Best of 2010: Music

I listen to a LOT of music. I check out dozens of new artists weekly, trying to find a new band or singer to love. 2010 was full of a lot of good music for me, but here are my top fifteen albums. I’ve also listed my top 25 tracks of the year.



15. Kacey Johansing — Many Seasons

It’s albums like this that make me realize how privileged I am in this changing… how do I put it… changing music scene, in the sense of how we hear, discover and connect with artists. Don’t think that the MP3 is anything less than a revolution. I have these conversations sometimes, with certain friends and family members who don’t spend as much time trolling for new music as I do. I start talking excitedly about an artist I’ve just discovered, or they check my iPod touch and see what’s playing and go “Eh? I don’t even know who that is,” and they say it like it’s a bad thing that I’m listening to someone they don’t know. WHY ON EARTH WOULD YOU LIMIT YOURSELF THAT WAY? How else will you find the artist you’ll love tomorrow without taking the plunge today? There was a first time you listened to Lady Gaga, too. Sometimes you have to take the plunge. I take the plunge a lot. Every week I plunge through a laundry list of music blogs, trying to find something new and moving. I am so lucky that I can do this. WE ARE SO LUCKY. (What would I have done before? Hung around record shops more often, I guess.)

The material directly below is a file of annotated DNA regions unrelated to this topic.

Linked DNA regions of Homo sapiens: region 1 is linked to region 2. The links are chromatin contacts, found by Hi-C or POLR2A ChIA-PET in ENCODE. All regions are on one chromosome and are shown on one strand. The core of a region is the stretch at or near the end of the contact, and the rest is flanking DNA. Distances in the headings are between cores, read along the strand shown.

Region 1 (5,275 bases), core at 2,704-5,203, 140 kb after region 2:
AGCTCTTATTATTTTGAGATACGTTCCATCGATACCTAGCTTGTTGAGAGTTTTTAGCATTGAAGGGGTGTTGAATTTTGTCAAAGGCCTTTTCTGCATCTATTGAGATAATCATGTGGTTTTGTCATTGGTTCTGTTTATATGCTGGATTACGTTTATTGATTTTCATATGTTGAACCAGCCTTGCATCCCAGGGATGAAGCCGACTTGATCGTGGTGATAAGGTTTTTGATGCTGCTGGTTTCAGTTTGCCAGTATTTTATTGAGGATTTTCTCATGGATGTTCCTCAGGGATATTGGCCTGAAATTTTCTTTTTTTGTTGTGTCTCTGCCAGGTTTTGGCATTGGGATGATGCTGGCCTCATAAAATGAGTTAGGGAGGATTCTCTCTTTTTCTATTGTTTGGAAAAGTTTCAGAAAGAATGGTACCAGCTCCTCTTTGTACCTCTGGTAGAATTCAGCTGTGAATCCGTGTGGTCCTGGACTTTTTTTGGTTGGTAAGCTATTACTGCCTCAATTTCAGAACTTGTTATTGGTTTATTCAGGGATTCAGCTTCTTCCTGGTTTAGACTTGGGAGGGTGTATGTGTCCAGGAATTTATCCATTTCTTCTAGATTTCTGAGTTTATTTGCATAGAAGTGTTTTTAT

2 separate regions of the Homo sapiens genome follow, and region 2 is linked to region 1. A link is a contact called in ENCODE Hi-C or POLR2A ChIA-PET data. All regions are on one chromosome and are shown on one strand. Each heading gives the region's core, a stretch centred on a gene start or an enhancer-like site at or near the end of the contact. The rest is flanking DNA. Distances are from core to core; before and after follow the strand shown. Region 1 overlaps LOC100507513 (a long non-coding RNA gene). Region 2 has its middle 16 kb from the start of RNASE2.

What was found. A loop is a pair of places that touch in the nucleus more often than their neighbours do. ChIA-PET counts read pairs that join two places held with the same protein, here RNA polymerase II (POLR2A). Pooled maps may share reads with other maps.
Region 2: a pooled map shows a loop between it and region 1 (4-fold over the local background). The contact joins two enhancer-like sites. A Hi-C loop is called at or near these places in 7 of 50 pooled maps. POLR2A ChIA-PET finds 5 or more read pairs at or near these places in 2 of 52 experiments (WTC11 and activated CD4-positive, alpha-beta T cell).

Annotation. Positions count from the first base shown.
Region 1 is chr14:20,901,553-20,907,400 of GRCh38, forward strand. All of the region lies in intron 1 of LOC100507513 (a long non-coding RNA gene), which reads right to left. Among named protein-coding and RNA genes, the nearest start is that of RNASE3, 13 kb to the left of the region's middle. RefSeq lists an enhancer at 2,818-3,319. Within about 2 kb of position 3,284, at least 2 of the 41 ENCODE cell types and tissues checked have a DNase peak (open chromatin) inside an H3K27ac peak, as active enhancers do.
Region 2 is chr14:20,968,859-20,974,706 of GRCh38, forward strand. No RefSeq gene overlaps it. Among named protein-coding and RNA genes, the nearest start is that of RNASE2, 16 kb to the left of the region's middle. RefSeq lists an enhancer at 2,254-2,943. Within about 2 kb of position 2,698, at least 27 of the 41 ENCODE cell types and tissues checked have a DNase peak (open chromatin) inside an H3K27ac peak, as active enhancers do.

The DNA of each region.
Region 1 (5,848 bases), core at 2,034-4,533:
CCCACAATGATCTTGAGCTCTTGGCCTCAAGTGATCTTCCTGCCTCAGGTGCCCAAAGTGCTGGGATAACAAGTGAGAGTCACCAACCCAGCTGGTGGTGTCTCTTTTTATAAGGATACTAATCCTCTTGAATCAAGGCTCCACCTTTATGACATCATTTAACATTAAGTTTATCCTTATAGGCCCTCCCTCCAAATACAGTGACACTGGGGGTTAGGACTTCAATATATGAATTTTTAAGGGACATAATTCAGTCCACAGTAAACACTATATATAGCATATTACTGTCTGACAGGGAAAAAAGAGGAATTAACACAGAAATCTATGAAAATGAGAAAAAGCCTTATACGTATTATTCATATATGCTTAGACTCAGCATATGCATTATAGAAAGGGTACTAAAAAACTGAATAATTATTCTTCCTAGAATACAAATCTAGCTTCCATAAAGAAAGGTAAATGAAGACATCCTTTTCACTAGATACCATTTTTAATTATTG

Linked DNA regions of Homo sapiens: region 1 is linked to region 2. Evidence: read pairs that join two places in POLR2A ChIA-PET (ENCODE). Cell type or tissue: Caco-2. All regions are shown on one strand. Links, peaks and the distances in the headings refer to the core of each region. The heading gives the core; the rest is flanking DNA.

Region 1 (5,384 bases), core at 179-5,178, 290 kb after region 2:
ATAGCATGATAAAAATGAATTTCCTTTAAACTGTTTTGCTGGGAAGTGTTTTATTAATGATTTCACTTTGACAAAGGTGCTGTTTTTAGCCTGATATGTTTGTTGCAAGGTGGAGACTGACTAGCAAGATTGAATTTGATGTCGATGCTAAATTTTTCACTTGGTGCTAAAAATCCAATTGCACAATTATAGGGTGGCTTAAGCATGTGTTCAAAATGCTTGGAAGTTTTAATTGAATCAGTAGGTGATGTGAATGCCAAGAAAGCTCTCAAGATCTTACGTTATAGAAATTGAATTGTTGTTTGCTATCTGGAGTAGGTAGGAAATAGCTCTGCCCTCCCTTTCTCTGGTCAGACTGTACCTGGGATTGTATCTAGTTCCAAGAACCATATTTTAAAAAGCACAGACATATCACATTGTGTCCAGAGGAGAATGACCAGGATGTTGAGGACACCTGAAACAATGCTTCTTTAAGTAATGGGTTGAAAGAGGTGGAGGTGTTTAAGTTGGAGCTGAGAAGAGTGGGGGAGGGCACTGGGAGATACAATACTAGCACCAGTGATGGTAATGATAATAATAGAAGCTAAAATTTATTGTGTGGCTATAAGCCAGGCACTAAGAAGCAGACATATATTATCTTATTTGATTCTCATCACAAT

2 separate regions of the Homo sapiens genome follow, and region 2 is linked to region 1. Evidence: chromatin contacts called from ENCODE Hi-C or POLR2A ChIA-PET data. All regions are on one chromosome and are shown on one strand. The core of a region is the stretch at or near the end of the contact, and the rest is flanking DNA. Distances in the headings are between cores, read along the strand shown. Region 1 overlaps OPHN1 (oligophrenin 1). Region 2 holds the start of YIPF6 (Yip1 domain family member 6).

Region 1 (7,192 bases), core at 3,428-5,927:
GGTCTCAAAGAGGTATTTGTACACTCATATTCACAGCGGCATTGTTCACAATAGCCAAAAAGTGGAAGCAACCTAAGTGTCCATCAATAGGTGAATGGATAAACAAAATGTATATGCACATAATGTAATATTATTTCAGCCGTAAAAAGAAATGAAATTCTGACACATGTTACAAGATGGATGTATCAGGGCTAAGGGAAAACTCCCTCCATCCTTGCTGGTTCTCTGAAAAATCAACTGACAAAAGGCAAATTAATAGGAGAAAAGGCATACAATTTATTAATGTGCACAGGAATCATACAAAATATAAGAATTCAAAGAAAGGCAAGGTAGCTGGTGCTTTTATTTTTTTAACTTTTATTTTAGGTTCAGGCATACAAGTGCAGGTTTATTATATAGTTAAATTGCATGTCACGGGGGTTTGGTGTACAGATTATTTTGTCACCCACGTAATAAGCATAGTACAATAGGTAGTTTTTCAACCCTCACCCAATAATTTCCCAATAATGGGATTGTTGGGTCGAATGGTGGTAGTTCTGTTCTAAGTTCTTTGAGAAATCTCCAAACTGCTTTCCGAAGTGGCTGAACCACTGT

That was a long prologue to saying that I had no expectations or preconceptions about this album- it was a random download that I put on and was then instantly hooked. Kacey’s voice is warm and curls around you, it’s almost jazzy. There’s a note of wistfulness tempered with the wisdom that maturity brings- The first time I was in love / was the last time I was in love she sings. The overall sound of the album is simple but not too sparse, I found it inviting and invigorating instead of boring. Enchanting even, from the driving piano edged with strings in the title track to the instrumental “Good Mourning” with its delicate wordplay. There is a lot to love here!! Not going to lie, there were several albums good enough to fight for this spot, but she gets the edge because I really want to promote her to everyone. I have found myself listening to this album a LOT.


14. The Walkmen — Lisbon